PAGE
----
I first met singer/composer Henry Kapono at the Polynesian Palace after the release party for his album, Spirit Dancer. We were to work together on several interactive multimedia projects, and I was being introduced to him for the first time. We talked a little about my world: computer software, multimedia, bits, and bytes. Kapono was immediately interested.
I was then, and I am now, struck by his relaxed spirit, his willingness to stop what he is doing and actually make time for someone. Even in our first meeting, I realized that the man combines a soft-spoken, gentle spirit with a heart relentlessly in search of innovation; something new, something that communicates timeless messages on new levels, new interfaces and new ways of touching his audience.
It’s no surprise, then, that Kapono has sold more records and performed for more fans in live concerts over the past 20-something years that any other performer in Hawai’i. His music touches people from an unusually broad range of lifestyles, age groups, and backgrounds.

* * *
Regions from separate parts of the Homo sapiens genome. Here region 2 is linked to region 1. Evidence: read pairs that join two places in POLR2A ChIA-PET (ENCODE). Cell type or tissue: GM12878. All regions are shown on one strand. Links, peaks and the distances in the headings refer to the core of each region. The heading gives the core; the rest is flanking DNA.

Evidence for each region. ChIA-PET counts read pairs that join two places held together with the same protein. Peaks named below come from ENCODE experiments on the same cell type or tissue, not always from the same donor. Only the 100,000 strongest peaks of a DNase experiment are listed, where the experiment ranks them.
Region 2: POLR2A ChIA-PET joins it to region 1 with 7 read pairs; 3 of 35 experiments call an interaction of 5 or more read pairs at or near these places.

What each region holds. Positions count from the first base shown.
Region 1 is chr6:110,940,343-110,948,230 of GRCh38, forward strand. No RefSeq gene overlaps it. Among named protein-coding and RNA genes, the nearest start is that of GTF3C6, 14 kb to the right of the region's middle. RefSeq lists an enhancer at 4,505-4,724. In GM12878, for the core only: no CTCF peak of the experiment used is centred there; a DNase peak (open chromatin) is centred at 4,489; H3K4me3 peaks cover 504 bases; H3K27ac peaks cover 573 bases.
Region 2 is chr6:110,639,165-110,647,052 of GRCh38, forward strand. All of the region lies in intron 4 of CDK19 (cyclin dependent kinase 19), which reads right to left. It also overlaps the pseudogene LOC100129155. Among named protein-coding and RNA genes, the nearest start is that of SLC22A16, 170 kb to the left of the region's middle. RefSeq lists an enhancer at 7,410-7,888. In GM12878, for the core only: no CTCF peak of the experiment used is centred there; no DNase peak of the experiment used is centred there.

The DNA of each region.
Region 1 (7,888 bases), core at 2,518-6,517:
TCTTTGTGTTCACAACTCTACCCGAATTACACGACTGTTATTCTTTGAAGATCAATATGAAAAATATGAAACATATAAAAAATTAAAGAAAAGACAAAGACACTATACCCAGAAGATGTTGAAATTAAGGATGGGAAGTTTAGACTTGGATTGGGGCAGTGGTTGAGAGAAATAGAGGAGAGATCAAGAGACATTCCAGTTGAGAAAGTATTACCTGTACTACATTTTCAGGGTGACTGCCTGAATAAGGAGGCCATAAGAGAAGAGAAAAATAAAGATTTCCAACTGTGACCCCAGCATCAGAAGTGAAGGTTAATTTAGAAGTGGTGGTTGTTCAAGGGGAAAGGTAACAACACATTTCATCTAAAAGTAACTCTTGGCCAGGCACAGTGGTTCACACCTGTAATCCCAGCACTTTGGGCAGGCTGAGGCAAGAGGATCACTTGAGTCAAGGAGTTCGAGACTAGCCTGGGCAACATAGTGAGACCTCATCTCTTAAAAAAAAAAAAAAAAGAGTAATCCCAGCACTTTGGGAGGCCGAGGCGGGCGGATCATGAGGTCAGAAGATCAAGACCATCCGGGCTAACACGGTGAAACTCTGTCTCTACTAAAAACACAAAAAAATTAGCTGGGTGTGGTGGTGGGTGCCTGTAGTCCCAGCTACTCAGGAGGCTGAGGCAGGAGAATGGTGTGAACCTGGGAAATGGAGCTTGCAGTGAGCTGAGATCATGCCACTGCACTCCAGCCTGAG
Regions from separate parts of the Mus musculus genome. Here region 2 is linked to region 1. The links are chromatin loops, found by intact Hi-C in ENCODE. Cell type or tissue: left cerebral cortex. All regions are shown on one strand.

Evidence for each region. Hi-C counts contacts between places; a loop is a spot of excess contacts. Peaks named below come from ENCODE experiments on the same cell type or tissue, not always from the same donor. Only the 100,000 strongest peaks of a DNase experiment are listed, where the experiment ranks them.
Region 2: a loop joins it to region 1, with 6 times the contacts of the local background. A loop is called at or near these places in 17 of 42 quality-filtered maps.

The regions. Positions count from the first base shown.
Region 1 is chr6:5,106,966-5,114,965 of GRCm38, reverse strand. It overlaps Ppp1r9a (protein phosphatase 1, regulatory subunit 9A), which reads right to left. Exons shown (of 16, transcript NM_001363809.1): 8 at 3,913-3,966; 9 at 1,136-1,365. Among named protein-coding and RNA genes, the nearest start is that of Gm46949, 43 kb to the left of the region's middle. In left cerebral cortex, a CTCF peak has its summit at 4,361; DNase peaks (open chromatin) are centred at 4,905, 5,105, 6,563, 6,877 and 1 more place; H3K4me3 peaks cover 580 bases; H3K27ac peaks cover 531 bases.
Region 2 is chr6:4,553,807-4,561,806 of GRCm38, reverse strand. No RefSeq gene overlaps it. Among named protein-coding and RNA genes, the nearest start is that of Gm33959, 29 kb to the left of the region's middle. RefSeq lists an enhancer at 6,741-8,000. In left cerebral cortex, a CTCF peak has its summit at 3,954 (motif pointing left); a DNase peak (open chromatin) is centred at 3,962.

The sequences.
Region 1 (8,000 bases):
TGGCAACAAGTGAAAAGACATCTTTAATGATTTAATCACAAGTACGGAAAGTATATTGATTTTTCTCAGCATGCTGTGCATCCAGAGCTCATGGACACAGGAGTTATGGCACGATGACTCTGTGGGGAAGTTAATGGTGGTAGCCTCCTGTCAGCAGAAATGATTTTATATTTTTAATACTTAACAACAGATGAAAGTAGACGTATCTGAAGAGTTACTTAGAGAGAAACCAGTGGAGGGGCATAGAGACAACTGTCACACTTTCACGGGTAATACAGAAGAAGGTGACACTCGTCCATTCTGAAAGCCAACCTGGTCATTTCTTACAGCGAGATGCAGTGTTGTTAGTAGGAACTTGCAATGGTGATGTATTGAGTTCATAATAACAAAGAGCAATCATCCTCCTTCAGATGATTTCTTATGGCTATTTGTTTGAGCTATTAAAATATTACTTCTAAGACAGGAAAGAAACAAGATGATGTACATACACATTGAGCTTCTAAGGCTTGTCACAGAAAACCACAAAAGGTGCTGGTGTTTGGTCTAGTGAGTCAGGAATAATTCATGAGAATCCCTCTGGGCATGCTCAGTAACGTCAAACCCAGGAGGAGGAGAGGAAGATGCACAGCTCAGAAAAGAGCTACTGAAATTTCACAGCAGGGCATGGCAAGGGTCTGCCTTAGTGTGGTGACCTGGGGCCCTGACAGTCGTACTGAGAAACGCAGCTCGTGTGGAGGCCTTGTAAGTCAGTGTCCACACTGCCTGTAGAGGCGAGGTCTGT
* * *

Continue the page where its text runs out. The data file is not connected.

Kapono grew up in Kapahulu, a neighborhood located right outside Waikiki. “We had a lot of friends, played football in the streets, went surfing all the time” he recalled fondly. “We didn’t get out to the country much unless I went with my parents.”
Although he had dreams of playing professional football, Kapono’s gift for music was too obvious to be ignored. “I was just playing and having a good time,” he said. “Then some of my friends started saying, ‘Man, get a job! You can do this for money!’ So it was really my friends who discovered my talent.”
No wonder, then, of all the songs he has written and recorded, one has an especially personal theme for Kapono: “I think my anthem song is ‘Friends’,” he said. “I value my friends, and that’s why that song was written. I think friendship is very important.”
I recently caught up with Kapono and asked him about his music, his career, and his life. “I see it evolving,” he said, “into a one-world idea or formula that incorporates the rhythms of the world, that incorporates the concept of a one-world culture.”
“It’s a big dream,” he said with a smile, “but somebody’s got to do it.”